G. whereas Boko Haram, the militant Islamist group, founded in 2002 in Maiduguri, one of the poorest states in the north east of the country, has claimed responsibility for bombings and attacks that have led to 935 deaths;

H. whereas Boko Haram’s campaign of violence intensified in 2009, after the death while in custody of its leader, Mohammed Yusuf and twelve other followers; whereas, in order to avenge its leader’s death, the group principally targets government security forces, but also churches, mosques and imams who disagree with Boko Haram, politicians, traditional leaders and members of different ethnic groups;

I.   whereas in 2011 the group began using suicide bombers and attacked the United Nations building in Abuja killing 25 people and injuring 100 others; whereas in a coordinated attack on November 4, Boko Haram targeted police stations, banks and churches in Borno and Yobe leading to the loss of 100 lives; whereas the January 2012 attack in Kano resulted in the highest death toll in a single day and claimed the lives of over 185 police and residents; whereas in February Boko Haram allegedly attacked a Mosque in Kano, killing five people;

J.   whereas matters are complicated by the fact that Boko Haram has apparently split into three factions: one aims to renounce violence; another is apparently keen to have a peace agreement similar to that offered to Niger Delta militants; whereas the most extreme faction rejects negotiations, and would like to implement Sharia law throughout Nigeria;

K. whereas Niger Delta militants see the recent increase in violent attacks as an attempt by the northern militants to undermine and derail the current presidency, which they support, as President Goodluck Jonathan is from their area;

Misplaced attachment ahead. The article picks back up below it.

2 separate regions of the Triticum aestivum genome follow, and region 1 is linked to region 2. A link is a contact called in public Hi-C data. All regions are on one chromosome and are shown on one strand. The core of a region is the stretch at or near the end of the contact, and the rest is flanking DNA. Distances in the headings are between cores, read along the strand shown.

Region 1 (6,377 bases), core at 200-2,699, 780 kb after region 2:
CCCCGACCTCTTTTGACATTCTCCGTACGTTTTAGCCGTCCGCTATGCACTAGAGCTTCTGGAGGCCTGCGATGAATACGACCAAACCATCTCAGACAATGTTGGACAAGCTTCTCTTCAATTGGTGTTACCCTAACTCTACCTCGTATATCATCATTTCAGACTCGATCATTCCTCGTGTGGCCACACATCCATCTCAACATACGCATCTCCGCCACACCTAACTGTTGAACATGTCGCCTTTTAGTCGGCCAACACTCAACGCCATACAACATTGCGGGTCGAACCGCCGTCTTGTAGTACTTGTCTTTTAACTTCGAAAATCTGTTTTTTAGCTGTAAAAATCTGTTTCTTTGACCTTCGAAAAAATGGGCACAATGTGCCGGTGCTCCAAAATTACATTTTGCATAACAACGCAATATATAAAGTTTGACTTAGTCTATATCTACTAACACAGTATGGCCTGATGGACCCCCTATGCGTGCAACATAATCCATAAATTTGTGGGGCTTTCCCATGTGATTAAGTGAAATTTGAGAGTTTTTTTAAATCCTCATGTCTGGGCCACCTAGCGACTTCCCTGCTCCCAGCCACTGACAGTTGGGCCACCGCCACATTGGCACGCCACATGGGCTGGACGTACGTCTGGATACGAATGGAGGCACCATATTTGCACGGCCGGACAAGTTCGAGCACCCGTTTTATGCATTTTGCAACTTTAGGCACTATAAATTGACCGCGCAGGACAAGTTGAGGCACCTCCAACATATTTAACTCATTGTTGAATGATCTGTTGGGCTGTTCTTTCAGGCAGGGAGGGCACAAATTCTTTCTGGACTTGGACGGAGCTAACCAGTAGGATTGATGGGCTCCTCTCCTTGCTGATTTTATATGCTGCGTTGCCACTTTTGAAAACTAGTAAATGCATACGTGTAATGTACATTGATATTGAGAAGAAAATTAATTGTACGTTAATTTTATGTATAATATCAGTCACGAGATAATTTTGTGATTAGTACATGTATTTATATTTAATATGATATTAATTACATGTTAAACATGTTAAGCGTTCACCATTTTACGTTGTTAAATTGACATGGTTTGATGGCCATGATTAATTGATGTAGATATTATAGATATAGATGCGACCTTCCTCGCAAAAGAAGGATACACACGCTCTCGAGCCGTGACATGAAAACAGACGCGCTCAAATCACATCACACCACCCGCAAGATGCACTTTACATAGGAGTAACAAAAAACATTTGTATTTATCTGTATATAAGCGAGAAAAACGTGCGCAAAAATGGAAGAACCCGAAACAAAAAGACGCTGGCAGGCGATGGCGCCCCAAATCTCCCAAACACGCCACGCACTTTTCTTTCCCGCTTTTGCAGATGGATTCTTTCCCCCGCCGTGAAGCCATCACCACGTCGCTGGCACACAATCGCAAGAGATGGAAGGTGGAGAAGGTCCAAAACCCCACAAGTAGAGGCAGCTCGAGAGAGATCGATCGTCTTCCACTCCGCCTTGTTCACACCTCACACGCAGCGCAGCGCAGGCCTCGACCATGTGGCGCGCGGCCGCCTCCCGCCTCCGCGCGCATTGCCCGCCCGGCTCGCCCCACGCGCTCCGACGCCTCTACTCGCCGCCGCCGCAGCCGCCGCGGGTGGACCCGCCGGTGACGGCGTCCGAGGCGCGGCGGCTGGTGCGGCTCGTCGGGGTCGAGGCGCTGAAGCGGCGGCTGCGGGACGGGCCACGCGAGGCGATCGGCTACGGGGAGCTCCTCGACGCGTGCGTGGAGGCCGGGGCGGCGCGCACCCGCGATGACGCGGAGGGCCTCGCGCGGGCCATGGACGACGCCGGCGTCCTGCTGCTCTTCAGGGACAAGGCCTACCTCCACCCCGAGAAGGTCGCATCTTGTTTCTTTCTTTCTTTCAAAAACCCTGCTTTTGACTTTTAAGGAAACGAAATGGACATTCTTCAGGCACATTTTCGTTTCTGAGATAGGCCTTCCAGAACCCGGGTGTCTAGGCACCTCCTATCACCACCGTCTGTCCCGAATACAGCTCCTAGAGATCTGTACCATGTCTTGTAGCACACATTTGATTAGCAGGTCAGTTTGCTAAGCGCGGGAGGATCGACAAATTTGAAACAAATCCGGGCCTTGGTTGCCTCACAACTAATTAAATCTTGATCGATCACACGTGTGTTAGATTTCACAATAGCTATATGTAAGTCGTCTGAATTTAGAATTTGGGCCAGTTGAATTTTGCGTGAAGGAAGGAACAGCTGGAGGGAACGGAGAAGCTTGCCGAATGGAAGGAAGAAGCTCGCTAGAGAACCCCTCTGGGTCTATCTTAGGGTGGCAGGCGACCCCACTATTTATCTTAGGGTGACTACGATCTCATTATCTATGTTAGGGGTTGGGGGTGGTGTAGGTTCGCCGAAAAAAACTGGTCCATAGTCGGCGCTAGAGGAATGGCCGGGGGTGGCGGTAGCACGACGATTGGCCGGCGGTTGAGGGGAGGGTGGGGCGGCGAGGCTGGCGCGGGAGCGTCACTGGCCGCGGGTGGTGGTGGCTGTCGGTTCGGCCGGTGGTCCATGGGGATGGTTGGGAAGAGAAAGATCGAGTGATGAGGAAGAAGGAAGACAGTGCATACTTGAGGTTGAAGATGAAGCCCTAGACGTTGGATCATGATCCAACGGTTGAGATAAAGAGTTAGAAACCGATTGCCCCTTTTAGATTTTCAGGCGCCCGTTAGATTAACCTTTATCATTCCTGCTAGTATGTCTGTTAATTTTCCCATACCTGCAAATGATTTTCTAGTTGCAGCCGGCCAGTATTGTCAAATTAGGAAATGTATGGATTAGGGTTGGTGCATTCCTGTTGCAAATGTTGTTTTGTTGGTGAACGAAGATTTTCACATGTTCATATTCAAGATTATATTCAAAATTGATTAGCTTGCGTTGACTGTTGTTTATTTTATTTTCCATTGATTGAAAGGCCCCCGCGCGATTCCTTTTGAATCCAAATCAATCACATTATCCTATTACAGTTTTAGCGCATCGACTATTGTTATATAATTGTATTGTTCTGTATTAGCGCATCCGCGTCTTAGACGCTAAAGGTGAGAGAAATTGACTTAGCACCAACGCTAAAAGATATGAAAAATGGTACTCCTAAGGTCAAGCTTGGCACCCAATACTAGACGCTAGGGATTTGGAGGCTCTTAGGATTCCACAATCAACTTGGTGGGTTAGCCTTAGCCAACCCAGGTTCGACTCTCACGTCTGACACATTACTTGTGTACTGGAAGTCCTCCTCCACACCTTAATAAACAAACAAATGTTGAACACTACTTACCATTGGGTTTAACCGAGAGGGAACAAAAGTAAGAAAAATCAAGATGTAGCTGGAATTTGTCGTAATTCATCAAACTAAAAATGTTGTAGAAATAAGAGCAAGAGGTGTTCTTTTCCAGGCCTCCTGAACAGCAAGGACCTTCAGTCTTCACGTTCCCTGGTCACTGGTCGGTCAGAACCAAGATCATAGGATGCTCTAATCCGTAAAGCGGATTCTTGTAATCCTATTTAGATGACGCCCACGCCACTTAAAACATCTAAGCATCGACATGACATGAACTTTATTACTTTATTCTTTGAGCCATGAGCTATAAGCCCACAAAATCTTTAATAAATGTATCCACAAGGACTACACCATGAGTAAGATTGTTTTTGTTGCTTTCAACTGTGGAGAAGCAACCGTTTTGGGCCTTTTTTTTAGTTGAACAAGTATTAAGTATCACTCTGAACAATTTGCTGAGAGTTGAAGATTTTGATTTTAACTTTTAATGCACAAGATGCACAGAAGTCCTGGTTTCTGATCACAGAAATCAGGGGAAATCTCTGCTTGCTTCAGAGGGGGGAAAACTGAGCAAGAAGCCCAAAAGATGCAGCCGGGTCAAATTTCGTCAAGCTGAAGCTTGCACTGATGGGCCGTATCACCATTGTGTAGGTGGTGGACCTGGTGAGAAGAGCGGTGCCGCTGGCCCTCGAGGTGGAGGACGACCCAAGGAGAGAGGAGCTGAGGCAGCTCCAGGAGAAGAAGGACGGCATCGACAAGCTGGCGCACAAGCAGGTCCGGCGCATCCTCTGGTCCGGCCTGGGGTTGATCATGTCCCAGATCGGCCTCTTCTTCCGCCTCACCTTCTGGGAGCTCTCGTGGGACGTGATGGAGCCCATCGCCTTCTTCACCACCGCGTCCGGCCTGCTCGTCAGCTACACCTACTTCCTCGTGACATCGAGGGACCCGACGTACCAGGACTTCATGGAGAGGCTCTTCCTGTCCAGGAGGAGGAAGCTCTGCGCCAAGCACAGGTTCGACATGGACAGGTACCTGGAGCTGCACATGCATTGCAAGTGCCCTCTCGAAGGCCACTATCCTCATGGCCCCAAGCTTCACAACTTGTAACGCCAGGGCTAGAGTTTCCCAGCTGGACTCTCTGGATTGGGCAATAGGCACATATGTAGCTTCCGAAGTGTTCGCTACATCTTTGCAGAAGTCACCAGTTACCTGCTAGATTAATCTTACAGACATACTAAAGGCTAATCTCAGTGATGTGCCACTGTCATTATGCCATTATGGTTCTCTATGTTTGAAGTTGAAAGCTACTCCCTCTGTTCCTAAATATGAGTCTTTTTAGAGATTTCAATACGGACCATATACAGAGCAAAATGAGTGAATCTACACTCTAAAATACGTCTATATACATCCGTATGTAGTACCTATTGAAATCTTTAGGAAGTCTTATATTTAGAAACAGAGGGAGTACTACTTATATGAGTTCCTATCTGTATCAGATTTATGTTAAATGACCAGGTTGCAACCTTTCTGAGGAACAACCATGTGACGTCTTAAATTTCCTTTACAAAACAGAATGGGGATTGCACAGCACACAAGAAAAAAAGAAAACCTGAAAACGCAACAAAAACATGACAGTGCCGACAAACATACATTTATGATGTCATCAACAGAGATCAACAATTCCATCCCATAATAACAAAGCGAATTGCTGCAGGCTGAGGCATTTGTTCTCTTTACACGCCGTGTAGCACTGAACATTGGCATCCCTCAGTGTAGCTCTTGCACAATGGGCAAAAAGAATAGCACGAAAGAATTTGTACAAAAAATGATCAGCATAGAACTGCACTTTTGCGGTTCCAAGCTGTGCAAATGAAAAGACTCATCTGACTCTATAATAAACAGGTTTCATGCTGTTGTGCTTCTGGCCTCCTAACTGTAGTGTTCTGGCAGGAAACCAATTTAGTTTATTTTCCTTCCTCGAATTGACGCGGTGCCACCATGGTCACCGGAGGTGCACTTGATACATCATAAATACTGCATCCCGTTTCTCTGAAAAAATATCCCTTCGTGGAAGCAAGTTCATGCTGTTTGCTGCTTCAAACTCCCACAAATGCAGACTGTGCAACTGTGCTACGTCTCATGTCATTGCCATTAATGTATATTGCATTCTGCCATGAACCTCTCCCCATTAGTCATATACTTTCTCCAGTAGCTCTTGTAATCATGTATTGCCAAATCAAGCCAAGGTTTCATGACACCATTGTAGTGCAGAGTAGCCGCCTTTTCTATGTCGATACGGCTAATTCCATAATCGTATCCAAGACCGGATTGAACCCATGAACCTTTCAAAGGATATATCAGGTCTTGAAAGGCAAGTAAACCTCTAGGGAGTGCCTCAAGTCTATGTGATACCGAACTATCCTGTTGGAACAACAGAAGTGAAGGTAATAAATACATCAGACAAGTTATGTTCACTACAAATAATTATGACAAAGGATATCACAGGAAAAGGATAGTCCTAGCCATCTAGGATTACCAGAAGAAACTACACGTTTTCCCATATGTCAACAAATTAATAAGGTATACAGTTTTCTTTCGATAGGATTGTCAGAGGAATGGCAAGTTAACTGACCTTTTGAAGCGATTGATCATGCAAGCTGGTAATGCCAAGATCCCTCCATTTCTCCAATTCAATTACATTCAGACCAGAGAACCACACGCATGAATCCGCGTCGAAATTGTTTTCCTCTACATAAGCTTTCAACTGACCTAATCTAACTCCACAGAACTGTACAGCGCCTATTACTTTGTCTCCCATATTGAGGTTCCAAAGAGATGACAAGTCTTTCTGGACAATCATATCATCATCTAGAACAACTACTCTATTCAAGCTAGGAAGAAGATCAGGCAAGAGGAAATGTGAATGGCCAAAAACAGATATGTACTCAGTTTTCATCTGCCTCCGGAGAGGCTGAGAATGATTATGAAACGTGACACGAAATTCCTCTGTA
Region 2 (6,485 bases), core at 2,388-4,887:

L.  whereas, according to survivors of Boko Haram attacks, some of the militants are from neighbouring Chad, Cameron and Niger;

M. whereas in response to the upsurge in violence, President Goodluck Jonathan declared a state of emergency in several states on December 31, 2011 and temporarily closed borders with Chad, Cameroon and Niger; whereas the President has admitted that Boko Haram has infiltrated state institutions and security forces while corrupt officials have allegedly provided Boko Haram with weapons;

N. whereas the Nigerian government spends approximately $8 billion a year on fuel subsidies; whereas in countries rich in resources and with a huge divide between rich and the poor such as Nigeria, subsidized gas is one of the few benefits trickling down from an infamously corrupt government that has mismanaged oil profits;

O. whereas at the beginning of this year, violent public protest and a weeklong general strike, forced President Goodluck Jonathan to partly reinstate the fuel subsidy; whereas international financial institutions, such as the International Monetary Fund, argue that subsidies distort the market and could be better used to fund education, health service and other services;

P.  whereas the ruling elite’s mismanagement and misuse of the country’s vast natural resources - namely oil - continues largely unabated; whereas, moreover, successive oil spills from multinational oil operations, sabotage of pipelines, theft of crude oil and widespread gas flaring have led to heavy pollution of the Niger delta; whereas according to a UN report, the environmental restoration of Nigeria’s Ogoniland oil region could turn out to be the world’s most wide-ranging and long-term oil clean-up exercise, if contaminated drinking water, land, creeks and other ecosystems are to be brought back to full health;